Non-tuberculous mycobacterial infections—A neglected and emerging problem

Imran Ahmed, Simon Tiberi, Joveria Farooqi, Kauser Jabeen, Dorothy Yeboah-Manu, Giovanni Battista Migliori, Rumina Hasan

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43 Citations (Scopus)


Non-tuberculous mycobacteria (NTM) are ubiquitous dwellers of environmental niches and are an established cause of natural and nosocomial infections. The incidence of NTM infections is rising owing to a growing population of immunocompromised and vulnerable individuals, complex medical and surgical procedures, as well as increased awareness and diagnostic capabilities. The prevalence of different NTM varies between continents, regions, and countries. The true global burden of pulmonary and extrapulmonary disease is unknown and estimates are subject to under and/or over-estimation. Diagnosis requires confirmation by isolation of NTM along with clinical and radiological criteria, which may be suboptimal at all levels. Susceptibility testing is complex and clinical breakpoints are not available for many of the drugs. Frequently, NTM infections are not considered until late in the course of disease. Improved and rapid detection of tuberculosis cases in high-burden countries has, however, also brought NTM infections into the limelight, and has identified a need for research efforts towards rapid diagnostic tests and the identification of biomarkers to monitor the treatment response in patients with NTM infections.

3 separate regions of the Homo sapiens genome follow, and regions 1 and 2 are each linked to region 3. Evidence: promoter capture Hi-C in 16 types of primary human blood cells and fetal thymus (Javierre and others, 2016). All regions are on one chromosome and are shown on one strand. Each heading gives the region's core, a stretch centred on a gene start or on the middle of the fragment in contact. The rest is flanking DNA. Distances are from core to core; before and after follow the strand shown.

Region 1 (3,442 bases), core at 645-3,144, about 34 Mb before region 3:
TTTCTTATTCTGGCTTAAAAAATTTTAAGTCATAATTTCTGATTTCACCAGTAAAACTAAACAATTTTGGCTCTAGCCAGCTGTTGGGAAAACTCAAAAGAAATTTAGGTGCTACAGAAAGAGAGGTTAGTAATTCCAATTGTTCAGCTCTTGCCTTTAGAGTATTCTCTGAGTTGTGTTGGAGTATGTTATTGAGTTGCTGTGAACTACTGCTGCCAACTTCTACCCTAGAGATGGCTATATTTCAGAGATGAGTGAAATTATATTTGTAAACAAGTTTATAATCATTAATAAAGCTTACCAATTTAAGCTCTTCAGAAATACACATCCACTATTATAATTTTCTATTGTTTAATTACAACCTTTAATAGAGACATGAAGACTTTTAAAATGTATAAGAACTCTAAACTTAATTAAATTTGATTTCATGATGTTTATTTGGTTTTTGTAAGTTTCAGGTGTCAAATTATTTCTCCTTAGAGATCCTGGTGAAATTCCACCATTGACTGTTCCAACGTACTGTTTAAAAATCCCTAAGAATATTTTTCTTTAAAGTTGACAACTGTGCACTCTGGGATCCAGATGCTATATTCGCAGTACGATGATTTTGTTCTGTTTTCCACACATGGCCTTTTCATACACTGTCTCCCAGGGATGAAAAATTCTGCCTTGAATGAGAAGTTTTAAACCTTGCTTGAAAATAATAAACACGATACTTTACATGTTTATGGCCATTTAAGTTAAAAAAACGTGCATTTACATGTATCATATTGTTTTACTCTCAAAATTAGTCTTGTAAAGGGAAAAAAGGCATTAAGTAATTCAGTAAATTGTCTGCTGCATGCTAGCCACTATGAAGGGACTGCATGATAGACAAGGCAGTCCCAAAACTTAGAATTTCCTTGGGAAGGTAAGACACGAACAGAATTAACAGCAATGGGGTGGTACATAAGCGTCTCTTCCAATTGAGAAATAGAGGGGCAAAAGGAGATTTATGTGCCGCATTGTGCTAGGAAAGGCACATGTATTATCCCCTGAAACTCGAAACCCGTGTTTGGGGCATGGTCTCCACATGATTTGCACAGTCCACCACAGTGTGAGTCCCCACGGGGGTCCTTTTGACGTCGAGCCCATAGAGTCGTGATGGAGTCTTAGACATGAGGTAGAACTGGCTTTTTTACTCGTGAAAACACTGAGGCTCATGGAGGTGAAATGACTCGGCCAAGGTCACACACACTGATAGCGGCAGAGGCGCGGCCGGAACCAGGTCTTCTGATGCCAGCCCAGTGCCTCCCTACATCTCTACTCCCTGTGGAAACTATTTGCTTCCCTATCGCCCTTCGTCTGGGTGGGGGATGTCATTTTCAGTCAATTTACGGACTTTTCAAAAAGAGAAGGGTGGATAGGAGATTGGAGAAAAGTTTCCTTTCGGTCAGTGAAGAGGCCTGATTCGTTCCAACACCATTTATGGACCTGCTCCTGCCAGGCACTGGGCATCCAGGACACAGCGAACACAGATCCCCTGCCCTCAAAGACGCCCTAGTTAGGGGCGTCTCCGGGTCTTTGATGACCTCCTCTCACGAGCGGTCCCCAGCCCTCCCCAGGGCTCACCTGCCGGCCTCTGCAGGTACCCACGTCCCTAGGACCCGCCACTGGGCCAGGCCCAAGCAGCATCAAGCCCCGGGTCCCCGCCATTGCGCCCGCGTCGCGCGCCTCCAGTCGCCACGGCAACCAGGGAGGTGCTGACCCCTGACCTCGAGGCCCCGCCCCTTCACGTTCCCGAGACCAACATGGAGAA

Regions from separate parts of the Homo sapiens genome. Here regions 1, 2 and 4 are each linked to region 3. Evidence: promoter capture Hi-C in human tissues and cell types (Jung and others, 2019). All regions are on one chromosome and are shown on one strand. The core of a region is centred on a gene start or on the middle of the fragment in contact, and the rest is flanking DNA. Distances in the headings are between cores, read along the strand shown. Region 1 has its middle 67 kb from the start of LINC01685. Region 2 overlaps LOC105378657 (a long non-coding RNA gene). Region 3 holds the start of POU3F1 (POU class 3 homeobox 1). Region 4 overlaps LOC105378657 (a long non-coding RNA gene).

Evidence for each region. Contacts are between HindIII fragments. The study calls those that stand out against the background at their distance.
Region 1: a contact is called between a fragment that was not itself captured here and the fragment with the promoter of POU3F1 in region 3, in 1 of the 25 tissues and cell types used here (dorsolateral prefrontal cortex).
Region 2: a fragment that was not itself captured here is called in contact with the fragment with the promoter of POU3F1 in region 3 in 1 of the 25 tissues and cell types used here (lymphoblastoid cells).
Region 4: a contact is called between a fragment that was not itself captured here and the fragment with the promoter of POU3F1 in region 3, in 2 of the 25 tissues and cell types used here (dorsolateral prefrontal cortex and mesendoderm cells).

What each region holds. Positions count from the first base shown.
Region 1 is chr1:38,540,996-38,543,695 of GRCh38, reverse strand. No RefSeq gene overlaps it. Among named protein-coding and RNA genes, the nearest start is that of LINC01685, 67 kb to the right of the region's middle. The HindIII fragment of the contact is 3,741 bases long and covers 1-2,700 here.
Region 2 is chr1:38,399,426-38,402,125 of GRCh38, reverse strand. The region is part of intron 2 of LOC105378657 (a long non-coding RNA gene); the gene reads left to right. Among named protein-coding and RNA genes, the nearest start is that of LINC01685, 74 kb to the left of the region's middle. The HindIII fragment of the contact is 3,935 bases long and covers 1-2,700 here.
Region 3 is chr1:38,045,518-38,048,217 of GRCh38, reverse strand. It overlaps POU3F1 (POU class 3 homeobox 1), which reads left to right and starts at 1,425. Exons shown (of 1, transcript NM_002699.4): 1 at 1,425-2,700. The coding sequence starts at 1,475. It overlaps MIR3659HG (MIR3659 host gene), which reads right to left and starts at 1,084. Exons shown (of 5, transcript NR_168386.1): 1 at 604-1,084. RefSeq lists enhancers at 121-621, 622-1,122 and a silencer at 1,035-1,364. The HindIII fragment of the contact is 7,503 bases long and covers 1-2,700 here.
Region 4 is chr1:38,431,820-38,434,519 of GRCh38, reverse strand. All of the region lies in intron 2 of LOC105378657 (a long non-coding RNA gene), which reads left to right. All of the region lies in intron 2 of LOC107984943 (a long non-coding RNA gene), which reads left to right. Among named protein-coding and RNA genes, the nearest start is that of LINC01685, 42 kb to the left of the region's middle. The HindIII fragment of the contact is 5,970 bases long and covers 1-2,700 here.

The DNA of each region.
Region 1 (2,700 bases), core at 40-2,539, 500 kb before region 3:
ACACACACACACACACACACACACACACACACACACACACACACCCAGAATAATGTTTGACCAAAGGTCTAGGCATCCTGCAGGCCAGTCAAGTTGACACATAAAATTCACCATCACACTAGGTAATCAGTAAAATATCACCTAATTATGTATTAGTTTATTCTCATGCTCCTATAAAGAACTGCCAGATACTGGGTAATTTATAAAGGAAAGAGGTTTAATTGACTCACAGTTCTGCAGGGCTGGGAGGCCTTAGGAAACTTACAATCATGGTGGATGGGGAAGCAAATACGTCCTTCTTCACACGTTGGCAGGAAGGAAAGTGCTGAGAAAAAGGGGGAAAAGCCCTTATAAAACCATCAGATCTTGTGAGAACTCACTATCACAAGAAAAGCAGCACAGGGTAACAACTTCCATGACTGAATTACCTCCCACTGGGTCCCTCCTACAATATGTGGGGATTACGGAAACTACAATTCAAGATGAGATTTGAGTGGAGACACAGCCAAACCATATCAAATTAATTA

Original languageEnglish
Pages (from-to)S46-S50
JournalInternational Journal of Infectious Diseases
Publication statusPublished - Mar 2020


  • Diagnosis
  • Epidemiology
  • Non-tuberculous mycobacteria
  • Tuberculosis endemic regions


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